His condition affects his pituitary gland, she said. He'll have to be past puberty before his nasal passageways can be built. Until then, she'd like to spare him any unnecessary facial surgeries.
"We think he's perfect the way he is," she says, nodding toward the sweet, sleeping baby in his crib. "Until the day he wants to have a nose, we don't want to touch him. We have to take it day by day."
Within a month after Eli goes back home to Summerdale, he will have to travel to the Shriners Hospital for Children in Houston and Galveston, Texas, to meet with craniofacial specialists. "They will work with him for the rest of his life," she said. "Every three to six months, we'll be going back for scans and checkups for at least the next ten years."
Brandi said that, of the people she's found online, some are opting to have noses and nasal passageways built (including Tessa), while others haven't.
"We're going to do our best to make sure he's happy," she said. "The rest of him is so cute, sometimes you don't realize he doesn't have a nose."
Brandi's older son, Brysen, and Troy's four-year-old daughter, Ava, are too young to interact with Eli in the hospital. Brandi was grateful to one of the nurses who unhooked him and let the kids see him. "Ava asked me, 'When you were little, did you have a nose?'" Brandi said. "She said, 'I think he's cute.'"
Brysen pressed his hands against the window separating him from his baby half-brother and said, "He's perfect!"
Brandi, who got pregnant with Brysen when she was a senior in high school, had planned to start going to school to become an LPN like Troy's sister and his mother. "That's all on the back burner now," she said. Because of her experience at USA Children's and Women's, she said she now wants to be a NICU nurse.
Her best friend, Crystal Weaver, logged onto Brandi's Facebook account and created the Eli's Story page to let friends and family members know what was going on. "It's easier that way to update everyone at once rather than to call everyone individually," Brandi said. "It's overwhelming. It's all on my shoulders." Within a day, she said, Eli's Story had 2,000 likes (it now has around 4,500). "People I didn't know were sending messages," she said.
Crystal also started a Go Fund Me account, which has raised about $4,300. "We've got years and years of surgeries and doctor's appointments nowhere close to us," said Brandi, who returned to her job as a bartender this past weekend. She plans to keep working two nights a week for a while. Being around her work family, she said, helps her maintain a sense of normalcy.
A fish fry is planned as a fundraiser for Eli's medical fund on April 11 at Elberta Park in Elberta, with raffles for prizes including a weekend stay at a condo in Gulf Shores and a charter fishing trip.
"It makes me feel really good that I have a support system," Brandi said. "Everybody's been awesome."
Updating Eli's page, adding photos and reading the positive, encouraging comments from hundreds of people, as well as reaching out to others who have been through what she's going through "keeps me sane," Brandi said.
Recently, Brandi posted a video of Eli waking up from a nap. From Ireland, Gráinne Evans commented: "I've actually watched this more times than I could admit!"
Eli is "100 percent healthy," she said. "He just doesn't have a nose. He has a few hormone deficiencies, but other than that he's healthy."
Brandi seems wise beyond her years. She is already worried about "the day he comes home and someone has made fun of his nose," she said. "We don't want anyone to pity him. We never want anyone to say they feel sorry for him. If other people express that, he'll feel that way about himself."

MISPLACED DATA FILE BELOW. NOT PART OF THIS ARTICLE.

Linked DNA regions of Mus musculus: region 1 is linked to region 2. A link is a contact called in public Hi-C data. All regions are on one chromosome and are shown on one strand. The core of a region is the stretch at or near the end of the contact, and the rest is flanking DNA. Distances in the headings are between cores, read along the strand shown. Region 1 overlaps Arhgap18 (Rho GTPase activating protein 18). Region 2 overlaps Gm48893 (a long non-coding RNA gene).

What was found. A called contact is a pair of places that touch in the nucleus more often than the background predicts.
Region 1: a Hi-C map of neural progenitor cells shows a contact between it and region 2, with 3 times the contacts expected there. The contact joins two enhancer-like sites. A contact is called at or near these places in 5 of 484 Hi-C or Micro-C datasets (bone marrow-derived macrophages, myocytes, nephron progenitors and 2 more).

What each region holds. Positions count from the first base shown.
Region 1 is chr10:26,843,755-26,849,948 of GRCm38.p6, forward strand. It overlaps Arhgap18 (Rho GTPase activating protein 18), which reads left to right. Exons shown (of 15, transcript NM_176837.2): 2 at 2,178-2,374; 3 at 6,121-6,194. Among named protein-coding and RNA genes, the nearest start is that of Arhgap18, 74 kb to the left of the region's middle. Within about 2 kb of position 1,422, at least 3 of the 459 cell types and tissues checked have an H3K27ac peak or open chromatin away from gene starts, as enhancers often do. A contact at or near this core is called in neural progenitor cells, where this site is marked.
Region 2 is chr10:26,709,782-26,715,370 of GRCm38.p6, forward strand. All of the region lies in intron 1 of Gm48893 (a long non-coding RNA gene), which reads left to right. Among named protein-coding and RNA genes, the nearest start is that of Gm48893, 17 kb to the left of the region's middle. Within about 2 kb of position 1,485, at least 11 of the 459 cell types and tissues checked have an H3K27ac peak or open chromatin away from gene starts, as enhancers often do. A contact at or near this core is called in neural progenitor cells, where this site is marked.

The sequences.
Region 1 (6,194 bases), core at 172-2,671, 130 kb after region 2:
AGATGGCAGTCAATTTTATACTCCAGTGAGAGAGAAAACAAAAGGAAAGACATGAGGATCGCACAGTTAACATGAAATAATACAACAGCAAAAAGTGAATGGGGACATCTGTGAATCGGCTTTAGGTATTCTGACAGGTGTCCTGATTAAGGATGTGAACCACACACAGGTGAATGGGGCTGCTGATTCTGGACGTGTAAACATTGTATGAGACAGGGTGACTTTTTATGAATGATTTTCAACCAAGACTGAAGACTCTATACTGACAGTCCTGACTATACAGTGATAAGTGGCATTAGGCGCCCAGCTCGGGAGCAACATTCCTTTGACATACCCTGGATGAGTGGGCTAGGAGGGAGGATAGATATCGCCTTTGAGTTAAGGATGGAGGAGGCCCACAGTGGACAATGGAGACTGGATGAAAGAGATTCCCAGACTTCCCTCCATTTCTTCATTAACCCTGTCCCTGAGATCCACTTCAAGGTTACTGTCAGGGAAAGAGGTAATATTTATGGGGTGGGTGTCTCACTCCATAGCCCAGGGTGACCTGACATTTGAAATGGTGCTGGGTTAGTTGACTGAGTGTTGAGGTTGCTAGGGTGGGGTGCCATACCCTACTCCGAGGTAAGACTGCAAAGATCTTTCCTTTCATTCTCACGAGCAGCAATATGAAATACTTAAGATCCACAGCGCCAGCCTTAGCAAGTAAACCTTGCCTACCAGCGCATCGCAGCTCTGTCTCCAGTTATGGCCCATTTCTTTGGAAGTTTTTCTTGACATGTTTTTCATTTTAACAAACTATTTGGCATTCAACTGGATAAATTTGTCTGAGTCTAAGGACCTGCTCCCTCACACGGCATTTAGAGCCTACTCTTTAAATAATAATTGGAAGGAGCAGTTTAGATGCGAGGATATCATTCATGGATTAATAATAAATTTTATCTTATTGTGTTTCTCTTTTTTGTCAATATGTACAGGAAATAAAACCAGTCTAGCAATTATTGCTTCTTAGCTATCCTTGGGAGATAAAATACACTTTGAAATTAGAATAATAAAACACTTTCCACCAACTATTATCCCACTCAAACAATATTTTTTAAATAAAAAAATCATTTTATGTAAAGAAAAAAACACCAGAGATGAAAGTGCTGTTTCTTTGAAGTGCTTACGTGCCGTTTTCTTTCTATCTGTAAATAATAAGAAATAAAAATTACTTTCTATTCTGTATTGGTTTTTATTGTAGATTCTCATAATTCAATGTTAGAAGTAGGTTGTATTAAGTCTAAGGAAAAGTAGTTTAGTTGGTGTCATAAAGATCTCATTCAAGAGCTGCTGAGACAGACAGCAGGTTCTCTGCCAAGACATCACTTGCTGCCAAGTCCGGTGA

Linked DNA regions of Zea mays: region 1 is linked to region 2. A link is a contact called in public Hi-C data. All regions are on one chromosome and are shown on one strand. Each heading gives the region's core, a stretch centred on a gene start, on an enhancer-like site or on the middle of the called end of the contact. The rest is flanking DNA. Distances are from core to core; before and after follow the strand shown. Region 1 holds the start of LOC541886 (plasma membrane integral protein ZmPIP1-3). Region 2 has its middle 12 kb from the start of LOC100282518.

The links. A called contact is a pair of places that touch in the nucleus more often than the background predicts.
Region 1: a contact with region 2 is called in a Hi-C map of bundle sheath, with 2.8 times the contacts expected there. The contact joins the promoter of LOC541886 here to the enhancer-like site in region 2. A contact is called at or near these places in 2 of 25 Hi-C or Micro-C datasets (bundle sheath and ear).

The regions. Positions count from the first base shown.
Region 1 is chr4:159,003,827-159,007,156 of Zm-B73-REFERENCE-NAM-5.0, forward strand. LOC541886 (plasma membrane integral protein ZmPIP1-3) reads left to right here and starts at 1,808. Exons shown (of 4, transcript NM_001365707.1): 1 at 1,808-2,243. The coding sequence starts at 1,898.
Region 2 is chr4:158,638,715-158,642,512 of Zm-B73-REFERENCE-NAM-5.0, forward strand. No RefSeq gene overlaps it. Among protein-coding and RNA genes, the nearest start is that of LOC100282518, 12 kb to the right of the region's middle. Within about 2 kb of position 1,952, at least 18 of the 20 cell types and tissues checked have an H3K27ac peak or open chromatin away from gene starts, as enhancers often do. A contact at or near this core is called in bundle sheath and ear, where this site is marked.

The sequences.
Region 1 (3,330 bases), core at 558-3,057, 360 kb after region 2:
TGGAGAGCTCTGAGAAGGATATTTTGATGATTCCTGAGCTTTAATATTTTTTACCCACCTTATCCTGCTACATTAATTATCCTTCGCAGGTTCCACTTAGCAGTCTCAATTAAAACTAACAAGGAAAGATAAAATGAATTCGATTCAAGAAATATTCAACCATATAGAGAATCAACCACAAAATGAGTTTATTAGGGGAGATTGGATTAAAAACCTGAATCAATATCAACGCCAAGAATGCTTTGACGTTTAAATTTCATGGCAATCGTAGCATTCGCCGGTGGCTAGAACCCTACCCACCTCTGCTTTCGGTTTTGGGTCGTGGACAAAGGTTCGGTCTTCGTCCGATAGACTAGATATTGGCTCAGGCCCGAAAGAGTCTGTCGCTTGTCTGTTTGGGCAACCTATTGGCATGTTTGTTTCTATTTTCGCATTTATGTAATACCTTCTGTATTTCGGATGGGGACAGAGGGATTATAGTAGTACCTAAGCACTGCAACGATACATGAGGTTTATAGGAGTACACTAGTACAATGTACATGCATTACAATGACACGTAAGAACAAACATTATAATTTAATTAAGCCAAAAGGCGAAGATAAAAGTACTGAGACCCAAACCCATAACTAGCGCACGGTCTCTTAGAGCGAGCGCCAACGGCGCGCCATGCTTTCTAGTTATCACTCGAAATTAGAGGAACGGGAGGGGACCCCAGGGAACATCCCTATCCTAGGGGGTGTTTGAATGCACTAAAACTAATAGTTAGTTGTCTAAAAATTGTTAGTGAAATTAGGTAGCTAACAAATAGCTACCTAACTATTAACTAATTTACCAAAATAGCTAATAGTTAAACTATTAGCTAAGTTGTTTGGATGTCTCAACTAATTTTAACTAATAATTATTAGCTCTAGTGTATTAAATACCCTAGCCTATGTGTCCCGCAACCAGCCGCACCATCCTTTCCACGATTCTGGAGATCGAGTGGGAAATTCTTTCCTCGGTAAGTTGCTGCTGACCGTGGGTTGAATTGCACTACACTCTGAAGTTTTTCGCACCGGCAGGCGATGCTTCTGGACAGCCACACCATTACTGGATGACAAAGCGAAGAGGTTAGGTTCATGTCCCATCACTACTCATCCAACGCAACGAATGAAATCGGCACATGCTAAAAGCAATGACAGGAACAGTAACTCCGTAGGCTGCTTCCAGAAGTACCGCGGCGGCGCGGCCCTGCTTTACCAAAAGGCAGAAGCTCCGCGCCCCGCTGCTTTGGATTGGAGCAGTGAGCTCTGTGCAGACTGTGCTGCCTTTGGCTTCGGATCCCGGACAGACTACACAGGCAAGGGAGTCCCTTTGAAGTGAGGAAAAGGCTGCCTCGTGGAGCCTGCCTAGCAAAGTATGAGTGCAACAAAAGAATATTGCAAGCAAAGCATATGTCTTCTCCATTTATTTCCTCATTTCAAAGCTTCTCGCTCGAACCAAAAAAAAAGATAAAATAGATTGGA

She jokes that Eli is "Facebook famous" now. "I can't hide him," said Brandi, who is a singer. "Eli's gotten more publicity in the past two weeks than I have in my whole life!"
She's been putting together a "journey book" full of medical records and mementoes to give Eil one day. "I'm excited to show him one day, 'Look, from the moment you were born people were infatuated with you.'"
'I'm doing something right'
In his short time on earth so far, Eli has brought his family together, Brandi said. She and Troy had been engaged, then called off the wedding and were "iffy," and then they broke up. A week later, she found out she was pregnant.
"Eli has made Troy my best friend," she said. "He has brought us closer than when we were engaged. To see Troy with him is really awesome."
Troy has been her rock, reassuring her since Eli was born, she said. "He tells me, 'Brandi, it's OK. It will end up happening the way it's supposed to be."
Last Thursday, Brandi posted on the Eli's Story page that Eli had passed his car seat trial and newborn hearing screening. "He now weighs 7 pounds, and we'll be meeting with home health to learn how to use all of his equipment so we can go home Monday."
Everyone in their family has taken CPR classes, and Brandi and Troy have learned how to care for Eli's trach. The couple has extended family nearby, and Troy's father and stepmother plan to move to Baldwin County from Mobile to be closer to Eli.
As she prepared to take her baby home from the hospital on Monday morning, almost four weeks since he came into the world, Brandi was excited to take care of him for the first time in the comfort of her own home, and to finally introduce him to his big brother and sister.
Though Brandi said her heart melts when Eli's little hand wraps around her finger, he's the one who already has her wrapped completely around his. He recognizes his parents' voices, and seems comforted by them. "As soon as he hears us, he looks around for us, finds us, then stares at us smiling," she said. "It makes me feel like I'm doing something right, that through the ten to twelve other women, the nurses who have been caring for him for the past month, he still knows who Mommy is!"